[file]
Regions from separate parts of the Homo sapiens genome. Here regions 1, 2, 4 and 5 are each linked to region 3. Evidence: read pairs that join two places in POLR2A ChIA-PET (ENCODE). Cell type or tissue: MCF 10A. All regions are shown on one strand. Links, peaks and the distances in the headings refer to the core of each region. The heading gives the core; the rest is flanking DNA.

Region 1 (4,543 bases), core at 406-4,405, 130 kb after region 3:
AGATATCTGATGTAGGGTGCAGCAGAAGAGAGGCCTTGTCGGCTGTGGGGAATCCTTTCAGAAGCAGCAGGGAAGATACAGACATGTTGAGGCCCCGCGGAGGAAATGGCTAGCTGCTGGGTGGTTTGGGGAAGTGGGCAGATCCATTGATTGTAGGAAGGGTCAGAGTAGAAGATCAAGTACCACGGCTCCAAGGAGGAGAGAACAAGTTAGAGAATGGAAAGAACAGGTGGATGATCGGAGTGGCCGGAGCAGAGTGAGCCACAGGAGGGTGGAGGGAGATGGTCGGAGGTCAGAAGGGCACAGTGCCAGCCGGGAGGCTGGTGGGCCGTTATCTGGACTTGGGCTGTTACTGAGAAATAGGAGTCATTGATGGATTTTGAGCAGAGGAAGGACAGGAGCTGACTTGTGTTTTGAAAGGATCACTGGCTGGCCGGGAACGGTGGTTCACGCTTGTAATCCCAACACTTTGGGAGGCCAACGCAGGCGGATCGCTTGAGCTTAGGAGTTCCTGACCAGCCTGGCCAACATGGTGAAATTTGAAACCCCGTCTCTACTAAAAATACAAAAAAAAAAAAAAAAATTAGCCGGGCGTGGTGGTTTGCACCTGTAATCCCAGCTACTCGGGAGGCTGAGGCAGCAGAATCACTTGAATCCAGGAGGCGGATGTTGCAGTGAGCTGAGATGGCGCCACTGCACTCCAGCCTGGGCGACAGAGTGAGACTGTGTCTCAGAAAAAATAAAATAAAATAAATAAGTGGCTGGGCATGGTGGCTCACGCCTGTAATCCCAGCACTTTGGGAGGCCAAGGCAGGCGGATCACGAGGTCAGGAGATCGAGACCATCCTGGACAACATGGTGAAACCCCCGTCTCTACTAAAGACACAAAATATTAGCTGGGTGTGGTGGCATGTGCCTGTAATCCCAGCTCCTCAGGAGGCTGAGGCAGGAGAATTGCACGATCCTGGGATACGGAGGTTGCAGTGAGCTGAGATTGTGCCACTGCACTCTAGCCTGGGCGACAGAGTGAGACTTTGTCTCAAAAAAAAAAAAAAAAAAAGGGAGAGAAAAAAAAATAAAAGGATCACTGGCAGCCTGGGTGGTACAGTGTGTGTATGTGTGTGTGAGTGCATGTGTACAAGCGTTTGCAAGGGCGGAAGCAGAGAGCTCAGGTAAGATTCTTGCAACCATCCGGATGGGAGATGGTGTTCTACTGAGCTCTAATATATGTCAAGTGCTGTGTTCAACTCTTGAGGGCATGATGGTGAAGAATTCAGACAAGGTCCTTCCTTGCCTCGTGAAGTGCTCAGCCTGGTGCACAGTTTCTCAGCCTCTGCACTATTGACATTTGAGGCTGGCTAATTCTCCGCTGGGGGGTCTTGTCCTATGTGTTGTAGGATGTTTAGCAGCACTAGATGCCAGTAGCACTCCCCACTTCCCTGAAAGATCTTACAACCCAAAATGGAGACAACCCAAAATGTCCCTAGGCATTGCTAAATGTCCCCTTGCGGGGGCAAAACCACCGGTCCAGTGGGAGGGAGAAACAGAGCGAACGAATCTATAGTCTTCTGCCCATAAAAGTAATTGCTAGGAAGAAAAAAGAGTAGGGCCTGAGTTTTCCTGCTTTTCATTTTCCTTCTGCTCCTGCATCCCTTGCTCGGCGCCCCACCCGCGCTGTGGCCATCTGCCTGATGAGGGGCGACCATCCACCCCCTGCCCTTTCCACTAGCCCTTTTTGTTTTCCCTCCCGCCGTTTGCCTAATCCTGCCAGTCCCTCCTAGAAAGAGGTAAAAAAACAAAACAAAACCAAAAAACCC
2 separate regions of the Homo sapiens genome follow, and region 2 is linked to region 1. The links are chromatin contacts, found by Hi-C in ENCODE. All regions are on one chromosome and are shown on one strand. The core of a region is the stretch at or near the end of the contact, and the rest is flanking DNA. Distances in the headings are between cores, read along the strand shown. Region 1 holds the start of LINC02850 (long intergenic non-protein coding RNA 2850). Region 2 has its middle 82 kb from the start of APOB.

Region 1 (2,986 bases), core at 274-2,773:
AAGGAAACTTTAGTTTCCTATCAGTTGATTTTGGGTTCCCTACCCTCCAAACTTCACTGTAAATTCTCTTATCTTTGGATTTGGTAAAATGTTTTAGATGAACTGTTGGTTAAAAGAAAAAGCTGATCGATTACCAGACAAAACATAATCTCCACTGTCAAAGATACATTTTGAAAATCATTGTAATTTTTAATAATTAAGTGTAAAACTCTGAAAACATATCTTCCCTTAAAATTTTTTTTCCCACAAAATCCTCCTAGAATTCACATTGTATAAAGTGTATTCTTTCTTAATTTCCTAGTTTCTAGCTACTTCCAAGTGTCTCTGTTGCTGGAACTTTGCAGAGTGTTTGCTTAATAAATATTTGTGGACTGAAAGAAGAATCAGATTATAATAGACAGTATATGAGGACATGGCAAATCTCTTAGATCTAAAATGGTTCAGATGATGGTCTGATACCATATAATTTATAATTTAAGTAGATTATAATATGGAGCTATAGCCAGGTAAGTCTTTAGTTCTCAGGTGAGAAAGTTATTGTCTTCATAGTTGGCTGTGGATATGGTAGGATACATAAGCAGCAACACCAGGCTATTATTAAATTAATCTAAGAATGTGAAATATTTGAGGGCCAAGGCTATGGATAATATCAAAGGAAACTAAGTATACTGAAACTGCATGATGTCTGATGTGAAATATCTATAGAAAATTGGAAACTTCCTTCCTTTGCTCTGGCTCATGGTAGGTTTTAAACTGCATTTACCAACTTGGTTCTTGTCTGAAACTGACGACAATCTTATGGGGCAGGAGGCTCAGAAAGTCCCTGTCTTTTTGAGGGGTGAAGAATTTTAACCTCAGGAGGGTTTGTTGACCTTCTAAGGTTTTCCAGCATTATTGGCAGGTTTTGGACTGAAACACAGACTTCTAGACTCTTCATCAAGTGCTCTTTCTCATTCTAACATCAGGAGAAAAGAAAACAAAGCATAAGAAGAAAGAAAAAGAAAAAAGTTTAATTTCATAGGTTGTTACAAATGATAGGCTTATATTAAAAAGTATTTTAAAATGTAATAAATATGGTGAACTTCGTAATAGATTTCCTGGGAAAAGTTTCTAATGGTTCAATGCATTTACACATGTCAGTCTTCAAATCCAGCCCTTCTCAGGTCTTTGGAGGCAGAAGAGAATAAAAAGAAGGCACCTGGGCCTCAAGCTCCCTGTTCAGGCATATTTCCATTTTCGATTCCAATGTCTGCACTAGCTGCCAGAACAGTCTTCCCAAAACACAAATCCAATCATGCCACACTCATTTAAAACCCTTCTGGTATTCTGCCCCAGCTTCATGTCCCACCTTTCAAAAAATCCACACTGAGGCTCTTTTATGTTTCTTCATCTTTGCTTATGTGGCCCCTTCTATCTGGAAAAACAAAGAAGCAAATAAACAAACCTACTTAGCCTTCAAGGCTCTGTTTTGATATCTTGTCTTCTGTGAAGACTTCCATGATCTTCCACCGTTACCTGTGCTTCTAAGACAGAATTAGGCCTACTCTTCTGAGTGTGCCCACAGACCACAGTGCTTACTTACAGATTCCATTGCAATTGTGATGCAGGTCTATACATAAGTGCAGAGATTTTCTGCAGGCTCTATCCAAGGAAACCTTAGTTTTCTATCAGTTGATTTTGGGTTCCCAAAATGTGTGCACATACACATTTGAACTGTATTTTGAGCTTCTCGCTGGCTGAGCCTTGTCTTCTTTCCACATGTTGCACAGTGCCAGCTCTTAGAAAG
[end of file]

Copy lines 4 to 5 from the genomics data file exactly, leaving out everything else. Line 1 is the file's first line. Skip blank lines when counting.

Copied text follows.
2 separate regions of the Homo sapiens genome follow, and region 2 is linked to region 1. The links are chromatin contacts, found by Hi-C in ENCODE. All regions are on one chromosome and are shown on one strand. The core of a region is the stretch at or near the end of the contact, and the rest is flanking DNA. Distances in the headings are between cores, read along the strand shown. Region 1 holds the start of LINC02850 (long intergenic non-protein coding RNA 2850). Region 2 has its middle 82 kb from the start of APOB.

Region 1 (2,986 bases), core at 274-2,773: